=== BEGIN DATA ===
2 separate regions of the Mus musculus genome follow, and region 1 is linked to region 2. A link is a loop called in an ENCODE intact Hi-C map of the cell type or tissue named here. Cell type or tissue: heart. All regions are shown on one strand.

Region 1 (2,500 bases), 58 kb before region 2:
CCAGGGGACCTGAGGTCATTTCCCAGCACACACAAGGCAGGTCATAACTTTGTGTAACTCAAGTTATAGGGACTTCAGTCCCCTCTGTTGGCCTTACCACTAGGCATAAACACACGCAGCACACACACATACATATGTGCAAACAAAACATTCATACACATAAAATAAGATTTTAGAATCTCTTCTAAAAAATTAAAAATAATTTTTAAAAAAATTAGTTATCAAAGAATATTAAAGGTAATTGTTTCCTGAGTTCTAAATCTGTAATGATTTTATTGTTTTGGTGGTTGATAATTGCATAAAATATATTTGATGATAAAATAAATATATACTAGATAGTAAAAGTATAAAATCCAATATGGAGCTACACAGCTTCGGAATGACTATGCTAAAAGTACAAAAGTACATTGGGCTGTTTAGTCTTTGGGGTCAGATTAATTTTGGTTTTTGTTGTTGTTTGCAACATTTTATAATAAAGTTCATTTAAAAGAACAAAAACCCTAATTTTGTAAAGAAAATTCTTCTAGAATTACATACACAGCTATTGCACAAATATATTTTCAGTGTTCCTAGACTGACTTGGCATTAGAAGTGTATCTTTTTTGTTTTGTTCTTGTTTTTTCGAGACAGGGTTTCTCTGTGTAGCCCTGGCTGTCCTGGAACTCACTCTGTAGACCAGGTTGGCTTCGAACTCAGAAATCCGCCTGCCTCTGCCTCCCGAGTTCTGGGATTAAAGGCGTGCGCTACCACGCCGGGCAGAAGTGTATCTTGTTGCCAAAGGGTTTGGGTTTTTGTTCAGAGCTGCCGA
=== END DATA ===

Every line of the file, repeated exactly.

2 separate regions of the Mus musculus genome follow, and region 1 is linked to region 2. A link is a loop called in an ENCODE intact Hi-C map of the cell type or tissue named here. Cell type or tissue: heart. All regions are shown on one strand.

Region 1 (2,500 bases), 58 kb before region 2:
CCAGGGGACCTGAGGTCATTTCCCAGCACACACAAGGCAGGTCATAACTTTGTGTAACTCAAGTTATAGGGACTTCAGTCCCCTCTGTTGGCCTTACCACTAGGCATAAACACACGCAGCACACACACATACATATGTGCAAACAAAACATTCATACACATAAAATAAGATTTTAGAATCTCTTCTAAAAAATTAAAAATAATTTTTAAAAAAATTAGTTATCAAAGAATATTAAAGGTAATTGTTTCCTGAGTTCTAAATCTGTAATGATTTTATTGTTTTGGTGGTTGATAATTGCATAAAATATATTTGATGATAAAATAAATATATACTAGATAGTAAAAGTATAAAATCCAATATGGAGCTACACAGCTTCGGAATGACTATGCTAAAAGTACAAAAGTACATTGGGCTGTTTAGTCTTTGGGGTCAGATTAATTTTGGTTTTTGTTGTTGTTTGCAACATTTTATAATAAAGTTCATTTAAAAGAACAAAAACCCTAATTTTGTAAAGAAAATTCTTCTAGAATTACATACACAGCTATTGCACAAATATATTTTCAGTGTTCCTAGACTGACTTGGCATTAGAAGTGTATCTTTTTTGTTTTGTTCTTGTTTTTTCGAGACAGGGTTTCTCTGTGTAGCCCTGGCTGTCCTGGAACTCACTCTGTAGACCAGGTTGGCTTCGAACTCAGAAATCCGCCTGCCTCTGCCTCCCGAGTTCTGGGATTAAAGGCGTGCGCTACCACGCCGGGCAGAAGTGTATCTTGTTGCCAAAGGGTTTGGGTTTTTGTTCAGAGCTGCCGA